Shipments were down more than 21 percent, to 2.45 million units in the first quarter 2003 compared with 3.1 million units in 2002, according the research firm IDC. The decline was attributed to the poor states of the economy and technology industry as well as to the inability of device makers to develop a product that is considered a must-have for businesses.
"When the economy slows, companies look at their priorities. And so far, handhelds aren't there," IDC analyst Alex Slawsby said. "They are considered extraneous and not essential to the daily running of the business. Shipments will rebound but it's a situation where the market is going to have a hard time growing if a killer application isn't found."
partly as result of one major player, Handspring, shifting its focus from handhelds to a combination organizer and cell phone. But other big names, such as Dell Computer and Toshiba, are slowly filling the void.
Palm maintained its No. 1 position in the market with 36 percent, followed by HP, which regained the No. 2 spot from Sony. HP has about 18 percent of the market, and Sony has just more than 16 percent. Dell moved up to the No. 4 spot, with 6.5 percent, from No. 11. Toshiba had 3.6 percent of the market. Handspring was in the No. 7 spot with 2.9 percent.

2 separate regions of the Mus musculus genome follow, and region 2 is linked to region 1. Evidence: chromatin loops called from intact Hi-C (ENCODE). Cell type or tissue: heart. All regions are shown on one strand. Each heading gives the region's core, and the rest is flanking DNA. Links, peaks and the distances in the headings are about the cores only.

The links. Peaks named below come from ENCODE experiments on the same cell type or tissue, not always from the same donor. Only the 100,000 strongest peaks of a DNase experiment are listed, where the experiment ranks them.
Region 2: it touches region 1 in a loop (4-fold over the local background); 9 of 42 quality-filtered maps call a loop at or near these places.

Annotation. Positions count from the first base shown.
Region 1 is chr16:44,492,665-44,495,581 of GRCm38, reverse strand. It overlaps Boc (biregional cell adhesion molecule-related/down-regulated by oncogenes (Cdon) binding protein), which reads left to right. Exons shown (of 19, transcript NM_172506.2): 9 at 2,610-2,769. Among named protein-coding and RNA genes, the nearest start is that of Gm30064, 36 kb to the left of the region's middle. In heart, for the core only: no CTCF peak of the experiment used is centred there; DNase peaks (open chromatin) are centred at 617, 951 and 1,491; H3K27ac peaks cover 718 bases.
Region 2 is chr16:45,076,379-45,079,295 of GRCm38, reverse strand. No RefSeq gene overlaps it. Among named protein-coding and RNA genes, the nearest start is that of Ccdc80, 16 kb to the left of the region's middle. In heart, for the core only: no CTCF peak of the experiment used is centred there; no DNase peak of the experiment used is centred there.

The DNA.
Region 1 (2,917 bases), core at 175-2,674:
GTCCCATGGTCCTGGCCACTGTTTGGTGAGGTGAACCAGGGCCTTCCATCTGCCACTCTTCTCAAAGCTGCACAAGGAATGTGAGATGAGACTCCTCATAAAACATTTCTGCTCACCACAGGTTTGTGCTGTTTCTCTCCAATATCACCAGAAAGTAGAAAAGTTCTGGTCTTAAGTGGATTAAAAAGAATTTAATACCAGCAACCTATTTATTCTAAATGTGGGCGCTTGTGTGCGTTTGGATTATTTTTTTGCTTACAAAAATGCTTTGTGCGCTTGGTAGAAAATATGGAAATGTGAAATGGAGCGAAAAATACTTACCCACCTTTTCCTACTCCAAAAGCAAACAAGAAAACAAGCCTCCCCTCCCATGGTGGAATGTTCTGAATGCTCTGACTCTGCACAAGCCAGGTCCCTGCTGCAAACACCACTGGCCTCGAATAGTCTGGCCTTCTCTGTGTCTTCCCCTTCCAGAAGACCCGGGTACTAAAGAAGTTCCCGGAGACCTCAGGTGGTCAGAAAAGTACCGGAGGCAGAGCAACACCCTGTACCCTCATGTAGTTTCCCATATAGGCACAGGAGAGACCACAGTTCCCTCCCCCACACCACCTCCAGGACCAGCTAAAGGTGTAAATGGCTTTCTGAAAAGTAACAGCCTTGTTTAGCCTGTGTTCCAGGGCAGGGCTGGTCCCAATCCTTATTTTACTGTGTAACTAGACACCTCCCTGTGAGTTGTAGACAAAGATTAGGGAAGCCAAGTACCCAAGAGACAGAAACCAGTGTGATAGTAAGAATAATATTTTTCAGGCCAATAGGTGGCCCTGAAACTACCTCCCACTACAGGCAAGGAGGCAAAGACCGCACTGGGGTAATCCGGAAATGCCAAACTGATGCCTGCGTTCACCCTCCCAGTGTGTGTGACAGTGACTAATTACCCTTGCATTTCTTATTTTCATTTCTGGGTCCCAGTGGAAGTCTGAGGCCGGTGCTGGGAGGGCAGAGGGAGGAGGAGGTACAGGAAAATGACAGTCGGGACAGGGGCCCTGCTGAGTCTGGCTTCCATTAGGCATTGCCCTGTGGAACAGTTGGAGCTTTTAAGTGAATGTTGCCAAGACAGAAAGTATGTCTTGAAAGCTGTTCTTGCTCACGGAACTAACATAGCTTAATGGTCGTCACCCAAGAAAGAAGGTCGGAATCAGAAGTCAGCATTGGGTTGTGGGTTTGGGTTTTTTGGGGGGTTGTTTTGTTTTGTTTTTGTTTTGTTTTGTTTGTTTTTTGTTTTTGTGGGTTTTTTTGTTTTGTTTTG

Toshiba managed to increase shipments 306 percent in the first quarter compared with the same period a year ago.
HP's progress was due to sales of its $299 iPaq H1910. The midrange is quickly becoming the sweet spot in the market, where companies have been able to see growth. Dell moved into the top five because of its $199 and $299 Axim devices.
Palm stayed on top of the market in large part because of its $99 Zire consumer device, of which the company shipped 850,000 units in the five months of the product's existence. Palm on Wednesday also: the Zire 71, which is intended for the consumer market, and the Tungsten C, which is aimed at the business market.